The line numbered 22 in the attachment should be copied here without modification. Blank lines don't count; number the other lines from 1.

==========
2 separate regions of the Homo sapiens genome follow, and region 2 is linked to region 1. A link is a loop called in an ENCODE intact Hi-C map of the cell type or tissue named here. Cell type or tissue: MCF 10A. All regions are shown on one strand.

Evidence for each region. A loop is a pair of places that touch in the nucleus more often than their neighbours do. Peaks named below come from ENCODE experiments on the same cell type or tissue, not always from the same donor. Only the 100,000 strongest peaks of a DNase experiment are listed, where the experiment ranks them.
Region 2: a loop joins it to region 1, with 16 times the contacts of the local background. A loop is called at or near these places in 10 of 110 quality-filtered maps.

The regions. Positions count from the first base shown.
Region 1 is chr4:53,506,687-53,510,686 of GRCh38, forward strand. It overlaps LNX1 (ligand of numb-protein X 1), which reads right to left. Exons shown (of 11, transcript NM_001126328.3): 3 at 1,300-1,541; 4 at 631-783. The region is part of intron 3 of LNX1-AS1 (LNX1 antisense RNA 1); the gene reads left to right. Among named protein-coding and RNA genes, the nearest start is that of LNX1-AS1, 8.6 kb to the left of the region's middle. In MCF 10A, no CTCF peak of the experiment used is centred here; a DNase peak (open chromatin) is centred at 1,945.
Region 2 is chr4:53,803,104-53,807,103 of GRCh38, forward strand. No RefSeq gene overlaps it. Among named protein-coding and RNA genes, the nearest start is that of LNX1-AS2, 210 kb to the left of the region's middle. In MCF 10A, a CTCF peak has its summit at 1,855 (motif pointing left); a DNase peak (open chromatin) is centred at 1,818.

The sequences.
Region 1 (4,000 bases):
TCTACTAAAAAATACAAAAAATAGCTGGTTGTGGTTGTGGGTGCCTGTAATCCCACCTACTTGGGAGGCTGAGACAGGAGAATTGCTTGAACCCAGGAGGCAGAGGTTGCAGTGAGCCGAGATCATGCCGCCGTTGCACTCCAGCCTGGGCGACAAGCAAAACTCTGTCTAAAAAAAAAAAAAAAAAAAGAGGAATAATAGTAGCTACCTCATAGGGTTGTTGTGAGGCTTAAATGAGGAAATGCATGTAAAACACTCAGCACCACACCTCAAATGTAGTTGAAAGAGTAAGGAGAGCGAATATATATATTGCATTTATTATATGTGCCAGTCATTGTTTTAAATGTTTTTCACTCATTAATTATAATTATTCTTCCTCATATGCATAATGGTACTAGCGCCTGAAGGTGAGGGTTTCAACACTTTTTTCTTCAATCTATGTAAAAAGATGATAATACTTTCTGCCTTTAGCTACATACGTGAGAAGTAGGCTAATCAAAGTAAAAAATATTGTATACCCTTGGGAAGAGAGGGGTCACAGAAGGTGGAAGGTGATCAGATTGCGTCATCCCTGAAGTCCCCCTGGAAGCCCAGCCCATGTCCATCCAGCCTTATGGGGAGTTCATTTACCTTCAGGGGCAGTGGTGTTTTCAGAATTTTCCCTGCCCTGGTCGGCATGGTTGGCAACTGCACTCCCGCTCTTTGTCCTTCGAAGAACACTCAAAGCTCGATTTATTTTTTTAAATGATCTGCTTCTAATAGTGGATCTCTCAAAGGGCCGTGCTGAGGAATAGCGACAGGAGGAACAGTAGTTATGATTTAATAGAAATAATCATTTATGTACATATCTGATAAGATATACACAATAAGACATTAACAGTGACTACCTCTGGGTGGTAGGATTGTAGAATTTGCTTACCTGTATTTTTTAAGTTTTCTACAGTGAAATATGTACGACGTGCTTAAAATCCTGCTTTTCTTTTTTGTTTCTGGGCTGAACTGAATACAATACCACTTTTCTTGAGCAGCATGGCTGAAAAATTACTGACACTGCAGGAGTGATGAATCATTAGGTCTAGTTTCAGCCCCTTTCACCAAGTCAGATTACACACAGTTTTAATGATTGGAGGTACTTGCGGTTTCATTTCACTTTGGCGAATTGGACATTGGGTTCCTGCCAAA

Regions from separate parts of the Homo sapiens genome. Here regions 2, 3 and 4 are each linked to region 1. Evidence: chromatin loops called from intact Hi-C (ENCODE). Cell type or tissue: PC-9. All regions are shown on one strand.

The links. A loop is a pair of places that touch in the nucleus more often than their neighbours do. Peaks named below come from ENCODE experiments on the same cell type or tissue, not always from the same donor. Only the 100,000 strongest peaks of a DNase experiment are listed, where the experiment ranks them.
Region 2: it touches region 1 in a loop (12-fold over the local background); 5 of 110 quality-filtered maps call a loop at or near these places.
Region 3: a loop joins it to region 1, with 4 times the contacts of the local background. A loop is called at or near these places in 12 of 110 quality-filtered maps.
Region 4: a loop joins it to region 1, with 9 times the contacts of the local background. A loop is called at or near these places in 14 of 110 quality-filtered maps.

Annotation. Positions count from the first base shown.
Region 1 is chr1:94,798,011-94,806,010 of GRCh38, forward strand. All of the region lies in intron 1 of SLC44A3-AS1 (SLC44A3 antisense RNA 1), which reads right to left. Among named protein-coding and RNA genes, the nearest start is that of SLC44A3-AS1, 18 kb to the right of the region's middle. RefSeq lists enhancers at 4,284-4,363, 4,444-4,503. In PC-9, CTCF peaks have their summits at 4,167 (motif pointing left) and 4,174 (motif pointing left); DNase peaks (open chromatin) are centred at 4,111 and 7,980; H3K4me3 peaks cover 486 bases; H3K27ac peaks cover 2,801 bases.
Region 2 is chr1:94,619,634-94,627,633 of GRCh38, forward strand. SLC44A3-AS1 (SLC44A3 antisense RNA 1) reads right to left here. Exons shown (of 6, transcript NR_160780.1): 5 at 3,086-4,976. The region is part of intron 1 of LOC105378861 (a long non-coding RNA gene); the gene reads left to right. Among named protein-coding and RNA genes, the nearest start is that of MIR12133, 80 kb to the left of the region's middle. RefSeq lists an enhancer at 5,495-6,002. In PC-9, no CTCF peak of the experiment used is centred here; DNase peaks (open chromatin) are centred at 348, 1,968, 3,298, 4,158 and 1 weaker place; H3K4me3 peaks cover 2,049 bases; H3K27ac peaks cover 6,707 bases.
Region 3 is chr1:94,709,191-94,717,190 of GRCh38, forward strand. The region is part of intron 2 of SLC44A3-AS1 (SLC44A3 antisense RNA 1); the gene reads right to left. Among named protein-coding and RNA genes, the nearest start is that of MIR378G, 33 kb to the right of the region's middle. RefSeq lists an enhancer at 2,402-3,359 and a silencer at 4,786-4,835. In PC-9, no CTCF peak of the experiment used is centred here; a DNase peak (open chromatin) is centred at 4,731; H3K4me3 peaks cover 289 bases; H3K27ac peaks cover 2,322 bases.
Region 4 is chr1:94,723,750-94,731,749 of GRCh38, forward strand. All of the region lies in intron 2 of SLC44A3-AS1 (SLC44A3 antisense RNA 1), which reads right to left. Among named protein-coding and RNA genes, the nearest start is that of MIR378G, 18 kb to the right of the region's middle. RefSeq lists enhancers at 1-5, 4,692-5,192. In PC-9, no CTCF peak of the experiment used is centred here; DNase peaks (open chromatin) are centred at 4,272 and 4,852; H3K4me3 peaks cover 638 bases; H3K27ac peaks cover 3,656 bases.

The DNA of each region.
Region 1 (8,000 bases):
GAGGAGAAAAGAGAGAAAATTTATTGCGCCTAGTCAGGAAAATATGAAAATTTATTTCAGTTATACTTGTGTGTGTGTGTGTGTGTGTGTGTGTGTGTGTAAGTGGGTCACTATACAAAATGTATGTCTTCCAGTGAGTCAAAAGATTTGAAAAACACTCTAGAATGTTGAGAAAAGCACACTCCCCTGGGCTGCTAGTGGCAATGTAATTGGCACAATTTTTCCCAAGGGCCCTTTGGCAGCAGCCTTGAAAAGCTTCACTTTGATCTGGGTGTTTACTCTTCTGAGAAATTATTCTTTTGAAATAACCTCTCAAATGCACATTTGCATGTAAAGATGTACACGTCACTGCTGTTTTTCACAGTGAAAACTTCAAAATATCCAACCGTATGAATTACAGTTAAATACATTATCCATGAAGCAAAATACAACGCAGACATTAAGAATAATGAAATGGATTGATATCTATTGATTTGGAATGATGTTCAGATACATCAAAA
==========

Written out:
GAGGAGAAAAGAGAGAAAATTTATTGCGCCTAGTCAGGAAAATATGAAAATTTATTTCAGTTATACTTGTGTGTGTGTGTGTGTGTGTGTGTGTGTGTGTAAGTGGGTCACTATACAAAATGTATGTCTTCCAGTGAGTCAAAAGATTTGAAAAACACTCTAGAATGTTGAGAAAAGCACACTCCCCTGGGCTGCTAGTGGCAATGTAATTGGCACAATTTTTCCCAAGGGCCCTTTGGCAGCAGCCTTGAAAAGCTTCACTTTGATCTGGGTGTTTACTCTTCTGAGAAATTATTCTTTTGAAATAACCTCTCAAATGCACATTTGCATGTAAAGATGTACACGTCACTGCTGTTTTTCACAGTGAAAACTTCAAAATATCCAACCGTATGAATTACAGTTAAATACATTATCCATGAAGCAAAATACAACGCAGACATTAAGAATAATGAAATGGATTGATATCTATTGATTTGGAATGATGTTCAGATACATCAAAA